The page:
It's the first line of Barry's rambling that is designed to clue the comic book fans into what's likely going on - and more importantly, what knowledge Barry has gained from his time inside the Speed Force. Mistaking Cecile for a judge, apparently, Barry pleads his innocence, claiming that he didn't commit an unknown murder. It makes sense for all viewers, since Barry Allen is most certainly not the murdering kind... except he did kill a Reverse-Flash in his original comic run. He was put on trial for the crime. He pleaded his case. And was ultimately found guilty.

These few words are all the die-hard fans need to hear to know that it's almost certainly this "Trial of The Flash" storyline being alluded to, and it's not even that much of a surprise. When Barry first made his trip through a Speed Force tunnel, he glimpsed a number of different realities, times, and places. Those included a Legion of Superheroes ring that would later appear in Supergirl, the adult son of John Diggle in a future of Arrow (shown in Legends of Tomorrow), the original Flash TV show, and yes, Barry Allen behind bars at Iron Heights Prison.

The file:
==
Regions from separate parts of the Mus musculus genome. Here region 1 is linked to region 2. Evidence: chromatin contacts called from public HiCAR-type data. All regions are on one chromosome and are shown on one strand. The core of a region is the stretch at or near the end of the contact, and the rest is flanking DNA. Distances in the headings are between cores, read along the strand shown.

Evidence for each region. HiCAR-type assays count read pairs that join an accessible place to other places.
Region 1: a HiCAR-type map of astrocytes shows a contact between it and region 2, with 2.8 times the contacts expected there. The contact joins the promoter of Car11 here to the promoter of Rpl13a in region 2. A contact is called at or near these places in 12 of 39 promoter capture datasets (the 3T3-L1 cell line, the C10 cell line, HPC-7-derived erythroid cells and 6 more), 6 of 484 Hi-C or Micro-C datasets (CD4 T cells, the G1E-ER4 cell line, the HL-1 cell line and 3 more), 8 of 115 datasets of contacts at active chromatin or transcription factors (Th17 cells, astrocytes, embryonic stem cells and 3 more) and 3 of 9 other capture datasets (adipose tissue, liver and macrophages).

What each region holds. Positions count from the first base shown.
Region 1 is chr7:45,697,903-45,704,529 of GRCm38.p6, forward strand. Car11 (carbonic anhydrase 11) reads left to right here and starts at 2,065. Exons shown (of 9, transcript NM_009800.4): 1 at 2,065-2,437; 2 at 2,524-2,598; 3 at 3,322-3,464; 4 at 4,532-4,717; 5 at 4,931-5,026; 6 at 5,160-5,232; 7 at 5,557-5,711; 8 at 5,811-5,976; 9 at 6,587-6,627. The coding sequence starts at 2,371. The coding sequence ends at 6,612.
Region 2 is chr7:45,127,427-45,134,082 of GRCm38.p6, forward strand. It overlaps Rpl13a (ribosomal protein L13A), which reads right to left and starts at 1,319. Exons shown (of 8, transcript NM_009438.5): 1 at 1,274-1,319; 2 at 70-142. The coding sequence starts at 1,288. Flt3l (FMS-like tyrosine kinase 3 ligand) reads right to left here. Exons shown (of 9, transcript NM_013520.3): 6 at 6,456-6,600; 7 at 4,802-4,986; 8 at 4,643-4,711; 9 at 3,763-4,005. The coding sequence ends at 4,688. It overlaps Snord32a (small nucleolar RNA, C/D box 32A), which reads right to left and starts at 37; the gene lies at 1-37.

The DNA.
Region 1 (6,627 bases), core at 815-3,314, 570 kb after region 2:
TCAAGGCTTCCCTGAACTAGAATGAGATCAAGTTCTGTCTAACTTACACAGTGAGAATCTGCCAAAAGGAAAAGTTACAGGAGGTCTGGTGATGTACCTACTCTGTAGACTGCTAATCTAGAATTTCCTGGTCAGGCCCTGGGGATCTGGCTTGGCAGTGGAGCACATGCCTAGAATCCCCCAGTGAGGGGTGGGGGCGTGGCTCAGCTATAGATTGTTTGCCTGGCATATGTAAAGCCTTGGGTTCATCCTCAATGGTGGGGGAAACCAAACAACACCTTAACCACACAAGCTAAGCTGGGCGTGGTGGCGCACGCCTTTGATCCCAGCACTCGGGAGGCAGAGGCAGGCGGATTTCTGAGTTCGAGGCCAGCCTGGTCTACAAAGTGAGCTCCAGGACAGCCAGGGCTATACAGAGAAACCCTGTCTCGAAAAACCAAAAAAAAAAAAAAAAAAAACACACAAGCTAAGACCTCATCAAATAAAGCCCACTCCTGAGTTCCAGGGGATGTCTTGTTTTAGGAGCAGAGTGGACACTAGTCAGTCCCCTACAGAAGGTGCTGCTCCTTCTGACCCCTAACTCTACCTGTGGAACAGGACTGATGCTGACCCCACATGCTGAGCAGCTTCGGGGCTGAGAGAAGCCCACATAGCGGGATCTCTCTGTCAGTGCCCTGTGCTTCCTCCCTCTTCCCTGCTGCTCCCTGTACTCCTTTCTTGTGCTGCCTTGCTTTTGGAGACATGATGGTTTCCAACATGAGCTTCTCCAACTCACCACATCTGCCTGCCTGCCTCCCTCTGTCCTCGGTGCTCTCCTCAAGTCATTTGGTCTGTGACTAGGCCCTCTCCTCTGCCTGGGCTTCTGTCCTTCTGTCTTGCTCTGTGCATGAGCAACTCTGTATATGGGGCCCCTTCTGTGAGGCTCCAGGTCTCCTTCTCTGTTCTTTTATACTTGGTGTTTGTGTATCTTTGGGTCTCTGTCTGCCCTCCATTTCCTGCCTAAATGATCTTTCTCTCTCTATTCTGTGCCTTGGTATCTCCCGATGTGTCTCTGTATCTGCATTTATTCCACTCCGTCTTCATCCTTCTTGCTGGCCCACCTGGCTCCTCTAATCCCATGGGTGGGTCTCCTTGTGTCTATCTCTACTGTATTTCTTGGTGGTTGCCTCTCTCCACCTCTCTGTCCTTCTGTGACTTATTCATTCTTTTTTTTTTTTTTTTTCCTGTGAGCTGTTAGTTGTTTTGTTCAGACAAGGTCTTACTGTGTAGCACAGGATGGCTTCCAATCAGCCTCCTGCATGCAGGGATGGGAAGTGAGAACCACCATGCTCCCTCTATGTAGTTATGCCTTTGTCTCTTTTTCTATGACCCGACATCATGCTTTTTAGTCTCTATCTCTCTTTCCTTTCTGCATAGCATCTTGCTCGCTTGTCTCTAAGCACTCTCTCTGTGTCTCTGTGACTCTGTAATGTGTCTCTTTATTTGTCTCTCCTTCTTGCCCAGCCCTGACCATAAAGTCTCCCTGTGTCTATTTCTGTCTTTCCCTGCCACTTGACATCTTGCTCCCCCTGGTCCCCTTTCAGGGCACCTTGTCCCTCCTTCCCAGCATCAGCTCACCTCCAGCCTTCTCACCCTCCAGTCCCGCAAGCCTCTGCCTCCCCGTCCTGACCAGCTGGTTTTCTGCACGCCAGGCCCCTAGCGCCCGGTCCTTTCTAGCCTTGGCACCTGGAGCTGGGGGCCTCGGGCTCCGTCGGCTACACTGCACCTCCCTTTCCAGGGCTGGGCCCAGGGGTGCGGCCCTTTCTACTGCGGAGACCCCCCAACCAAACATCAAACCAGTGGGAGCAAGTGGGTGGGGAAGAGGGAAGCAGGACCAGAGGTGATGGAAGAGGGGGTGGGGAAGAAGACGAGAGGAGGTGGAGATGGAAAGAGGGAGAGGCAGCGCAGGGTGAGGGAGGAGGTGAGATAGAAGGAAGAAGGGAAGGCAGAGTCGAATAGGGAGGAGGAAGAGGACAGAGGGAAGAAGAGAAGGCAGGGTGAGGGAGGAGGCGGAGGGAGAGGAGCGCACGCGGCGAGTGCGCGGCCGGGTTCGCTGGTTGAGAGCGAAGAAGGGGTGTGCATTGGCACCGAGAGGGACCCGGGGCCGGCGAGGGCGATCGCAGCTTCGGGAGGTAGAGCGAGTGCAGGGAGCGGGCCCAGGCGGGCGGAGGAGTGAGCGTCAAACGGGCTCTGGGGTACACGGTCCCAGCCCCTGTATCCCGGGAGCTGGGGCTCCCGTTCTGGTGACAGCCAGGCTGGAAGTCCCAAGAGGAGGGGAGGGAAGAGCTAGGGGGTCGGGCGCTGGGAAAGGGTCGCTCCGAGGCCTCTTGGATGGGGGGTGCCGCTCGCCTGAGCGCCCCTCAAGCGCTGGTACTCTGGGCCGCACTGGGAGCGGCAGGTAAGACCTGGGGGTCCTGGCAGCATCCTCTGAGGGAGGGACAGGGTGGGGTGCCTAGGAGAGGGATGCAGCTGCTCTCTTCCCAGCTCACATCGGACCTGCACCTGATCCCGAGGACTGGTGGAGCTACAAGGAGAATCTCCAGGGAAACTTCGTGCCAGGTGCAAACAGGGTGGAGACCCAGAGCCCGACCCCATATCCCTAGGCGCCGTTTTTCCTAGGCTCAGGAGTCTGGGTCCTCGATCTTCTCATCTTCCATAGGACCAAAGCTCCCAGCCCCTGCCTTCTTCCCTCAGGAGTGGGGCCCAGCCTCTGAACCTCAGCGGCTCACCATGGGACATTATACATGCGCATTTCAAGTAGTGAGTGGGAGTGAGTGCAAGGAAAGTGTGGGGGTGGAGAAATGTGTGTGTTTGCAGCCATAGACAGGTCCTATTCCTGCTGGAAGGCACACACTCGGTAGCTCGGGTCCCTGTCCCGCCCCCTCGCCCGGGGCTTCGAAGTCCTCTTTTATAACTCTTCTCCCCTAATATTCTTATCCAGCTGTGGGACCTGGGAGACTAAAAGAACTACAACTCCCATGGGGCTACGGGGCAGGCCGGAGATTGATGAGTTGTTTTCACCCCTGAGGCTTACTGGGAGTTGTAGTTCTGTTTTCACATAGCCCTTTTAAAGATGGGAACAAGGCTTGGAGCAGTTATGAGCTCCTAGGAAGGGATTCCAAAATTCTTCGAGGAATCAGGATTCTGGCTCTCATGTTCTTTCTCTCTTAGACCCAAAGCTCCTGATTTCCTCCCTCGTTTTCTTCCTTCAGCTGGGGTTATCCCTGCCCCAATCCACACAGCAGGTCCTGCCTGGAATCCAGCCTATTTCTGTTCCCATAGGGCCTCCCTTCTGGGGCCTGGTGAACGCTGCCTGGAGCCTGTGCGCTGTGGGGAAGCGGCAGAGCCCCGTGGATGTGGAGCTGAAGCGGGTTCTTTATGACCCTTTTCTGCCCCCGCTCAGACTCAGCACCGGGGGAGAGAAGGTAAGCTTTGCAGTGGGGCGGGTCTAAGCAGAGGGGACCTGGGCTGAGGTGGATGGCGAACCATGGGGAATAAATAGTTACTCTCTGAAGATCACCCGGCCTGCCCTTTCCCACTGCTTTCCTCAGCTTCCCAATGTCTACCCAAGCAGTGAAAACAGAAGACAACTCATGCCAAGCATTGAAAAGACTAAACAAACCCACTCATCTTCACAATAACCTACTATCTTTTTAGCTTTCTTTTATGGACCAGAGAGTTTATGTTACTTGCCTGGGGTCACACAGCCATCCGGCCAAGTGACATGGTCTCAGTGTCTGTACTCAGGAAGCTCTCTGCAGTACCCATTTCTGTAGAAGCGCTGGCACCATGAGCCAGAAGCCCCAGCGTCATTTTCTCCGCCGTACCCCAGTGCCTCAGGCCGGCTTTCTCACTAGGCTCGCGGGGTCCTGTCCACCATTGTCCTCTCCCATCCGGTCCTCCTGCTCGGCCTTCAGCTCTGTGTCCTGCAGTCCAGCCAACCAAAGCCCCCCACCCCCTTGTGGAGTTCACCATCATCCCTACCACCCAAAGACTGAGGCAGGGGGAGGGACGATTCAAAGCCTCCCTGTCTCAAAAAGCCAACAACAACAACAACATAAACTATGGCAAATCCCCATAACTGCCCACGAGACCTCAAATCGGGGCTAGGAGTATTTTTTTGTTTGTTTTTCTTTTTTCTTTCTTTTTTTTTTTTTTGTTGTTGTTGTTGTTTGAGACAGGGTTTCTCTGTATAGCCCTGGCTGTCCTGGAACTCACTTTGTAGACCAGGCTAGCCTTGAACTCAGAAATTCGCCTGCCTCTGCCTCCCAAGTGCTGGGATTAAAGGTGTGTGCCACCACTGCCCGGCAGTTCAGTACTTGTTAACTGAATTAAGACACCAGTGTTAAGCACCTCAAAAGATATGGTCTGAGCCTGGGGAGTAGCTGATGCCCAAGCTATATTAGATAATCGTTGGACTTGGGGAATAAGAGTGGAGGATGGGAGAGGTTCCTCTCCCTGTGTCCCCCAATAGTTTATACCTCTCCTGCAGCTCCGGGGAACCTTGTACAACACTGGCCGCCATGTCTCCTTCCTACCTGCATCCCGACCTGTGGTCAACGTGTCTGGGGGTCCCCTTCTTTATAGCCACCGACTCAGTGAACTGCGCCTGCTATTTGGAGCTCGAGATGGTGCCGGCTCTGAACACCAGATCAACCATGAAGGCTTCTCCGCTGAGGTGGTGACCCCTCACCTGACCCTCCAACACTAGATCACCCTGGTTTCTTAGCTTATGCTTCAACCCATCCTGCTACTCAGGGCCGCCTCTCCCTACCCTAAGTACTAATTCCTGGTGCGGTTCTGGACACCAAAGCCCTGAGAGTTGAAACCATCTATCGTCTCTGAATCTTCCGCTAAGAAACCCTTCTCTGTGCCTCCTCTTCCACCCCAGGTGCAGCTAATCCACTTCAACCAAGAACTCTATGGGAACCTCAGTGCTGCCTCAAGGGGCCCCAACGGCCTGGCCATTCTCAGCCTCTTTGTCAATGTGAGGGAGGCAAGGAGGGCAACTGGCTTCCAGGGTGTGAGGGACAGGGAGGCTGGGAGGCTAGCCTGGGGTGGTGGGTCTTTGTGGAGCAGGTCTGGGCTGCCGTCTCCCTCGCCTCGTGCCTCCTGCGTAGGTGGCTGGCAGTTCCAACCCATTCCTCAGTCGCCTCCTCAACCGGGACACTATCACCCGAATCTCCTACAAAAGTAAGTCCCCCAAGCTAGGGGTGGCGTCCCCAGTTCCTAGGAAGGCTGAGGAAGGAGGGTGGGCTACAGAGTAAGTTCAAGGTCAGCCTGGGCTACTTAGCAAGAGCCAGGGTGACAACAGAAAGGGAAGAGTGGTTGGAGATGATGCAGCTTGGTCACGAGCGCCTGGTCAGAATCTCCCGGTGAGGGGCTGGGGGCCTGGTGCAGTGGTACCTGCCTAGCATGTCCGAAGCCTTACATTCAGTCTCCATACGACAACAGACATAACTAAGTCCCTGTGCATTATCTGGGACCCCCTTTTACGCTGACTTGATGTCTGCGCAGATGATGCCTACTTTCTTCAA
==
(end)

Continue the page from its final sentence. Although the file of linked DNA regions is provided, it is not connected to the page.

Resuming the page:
So, another tease of the criminal charges that will put Barry behind bars... is this merely another nod of a potential future for our hero, or a hint from the writers that this really is where Barry's story will head?

"We're Gonna Need More Diapers."

Barry Allen, aka The Flash, and Iris West's Kids, the Tornado Twins